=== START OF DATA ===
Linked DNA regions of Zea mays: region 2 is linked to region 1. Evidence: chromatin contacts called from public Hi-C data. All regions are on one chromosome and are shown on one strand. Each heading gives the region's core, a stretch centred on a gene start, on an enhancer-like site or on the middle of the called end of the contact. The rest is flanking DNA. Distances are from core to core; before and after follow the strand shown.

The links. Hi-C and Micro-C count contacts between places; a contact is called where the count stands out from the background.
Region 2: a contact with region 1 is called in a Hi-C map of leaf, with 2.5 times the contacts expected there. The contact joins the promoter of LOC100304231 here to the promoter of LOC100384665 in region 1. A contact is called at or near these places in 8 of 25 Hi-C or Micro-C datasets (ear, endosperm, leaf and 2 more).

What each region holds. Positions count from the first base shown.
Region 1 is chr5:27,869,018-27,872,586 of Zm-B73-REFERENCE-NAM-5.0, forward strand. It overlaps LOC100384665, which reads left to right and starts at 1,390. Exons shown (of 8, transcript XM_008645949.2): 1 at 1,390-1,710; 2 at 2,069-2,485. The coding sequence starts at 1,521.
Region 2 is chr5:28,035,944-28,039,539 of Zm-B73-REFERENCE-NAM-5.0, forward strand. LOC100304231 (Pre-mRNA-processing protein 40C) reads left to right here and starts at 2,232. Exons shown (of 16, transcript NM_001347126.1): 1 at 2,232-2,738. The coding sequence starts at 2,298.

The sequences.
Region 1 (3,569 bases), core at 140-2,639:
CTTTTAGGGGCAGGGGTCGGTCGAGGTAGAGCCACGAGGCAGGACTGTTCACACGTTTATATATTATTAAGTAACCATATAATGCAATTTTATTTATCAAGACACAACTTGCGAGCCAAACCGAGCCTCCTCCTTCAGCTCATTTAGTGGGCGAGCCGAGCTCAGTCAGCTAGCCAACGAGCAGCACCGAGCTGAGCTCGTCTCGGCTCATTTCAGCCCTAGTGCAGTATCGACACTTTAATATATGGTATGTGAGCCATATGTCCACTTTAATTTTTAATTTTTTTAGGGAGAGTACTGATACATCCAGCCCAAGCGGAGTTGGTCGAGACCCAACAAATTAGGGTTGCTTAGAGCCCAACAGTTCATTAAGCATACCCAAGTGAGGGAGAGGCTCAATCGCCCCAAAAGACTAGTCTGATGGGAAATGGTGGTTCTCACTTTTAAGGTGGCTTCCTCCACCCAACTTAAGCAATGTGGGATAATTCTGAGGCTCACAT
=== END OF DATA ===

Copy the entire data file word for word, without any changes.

Linked DNA regions of Zea mays: region 2 is linked to region 1. Evidence: chromatin contacts called from public Hi-C data. All regions are on one chromosome and are shown on one strand. Each heading gives the region's core, a stretch centred on a gene start, on an enhancer-like site or on the middle of the called end of the contact. The rest is flanking DNA. Distances are from core to core; before and after follow the strand shown.

The links. Hi-C and Micro-C count contacts between places; a contact is called where the count stands out from the background.
Region 2: a contact with region 1 is called in a Hi-C map of leaf, with 2.5 times the contacts expected there. The contact joins the promoter of LOC100304231 here to the promoter of LOC100384665 in region 1. A contact is called at or near these places in 8 of 25 Hi-C or Micro-C datasets (ear, endosperm, leaf and 2 more).

What each region holds. Positions count from the first base shown.
Region 1 is chr5:27,869,018-27,872,586 of Zm-B73-REFERENCE-NAM-5.0, forward strand. It overlaps LOC100384665, which reads left to right and starts at 1,390. Exons shown (of 8, transcript XM_008645949.2): 1 at 1,390-1,710; 2 at 2,069-2,485. The coding sequence starts at 1,521.
Region 2 is chr5:28,035,944-28,039,539 of Zm-B73-REFERENCE-NAM-5.0, forward strand. LOC100304231 (Pre-mRNA-processing protein 40C) reads left to right here and starts at 2,232. Exons shown (of 16, transcript NM_001347126.1): 1 at 2,232-2,738. The coding sequence starts at 2,298.

The sequences.
Region 1 (3,569 bases), core at 140-2,639:
CTTTTAGGGGCAGGGGTCGGTCGAGGTAGAGCCACGAGGCAGGACTGTTCACACGTTTATATATTATTAAGTAACCATATAATGCAATTTTATTTATCAAGACACAACTTGCGAGCCAAACCGAGCCTCCTCCTTCAGCTCATTTAGTGGGCGAGCCGAGCTCAGTCAGCTAGCCAACGAGCAGCACCGAGCTGAGCTCGTCTCGGCTCATTTCAGCCCTAGTGCAGTATCGACACTTTAATATATGGTATGTGAGCCATATGTCCACTTTAATTTTTAATTTTTTTAGGGAGAGTACTGATACATCCAGCCCAAGCGGAGTTGGTCGAGACCCAACAAATTAGGGTTGCTTAGAGCCCAACAGTTCATTAAGCATACCCAAGTGAGGGAGAGGCTCAATCGCCCCAAAAGACTAGTCTGATGGGAAATGGTGGTTCTCACTTTTAAGGTGGCTTCCTCCACCCAACTTAAGCAATGTGGGATAATTCTGAGGCTCACAT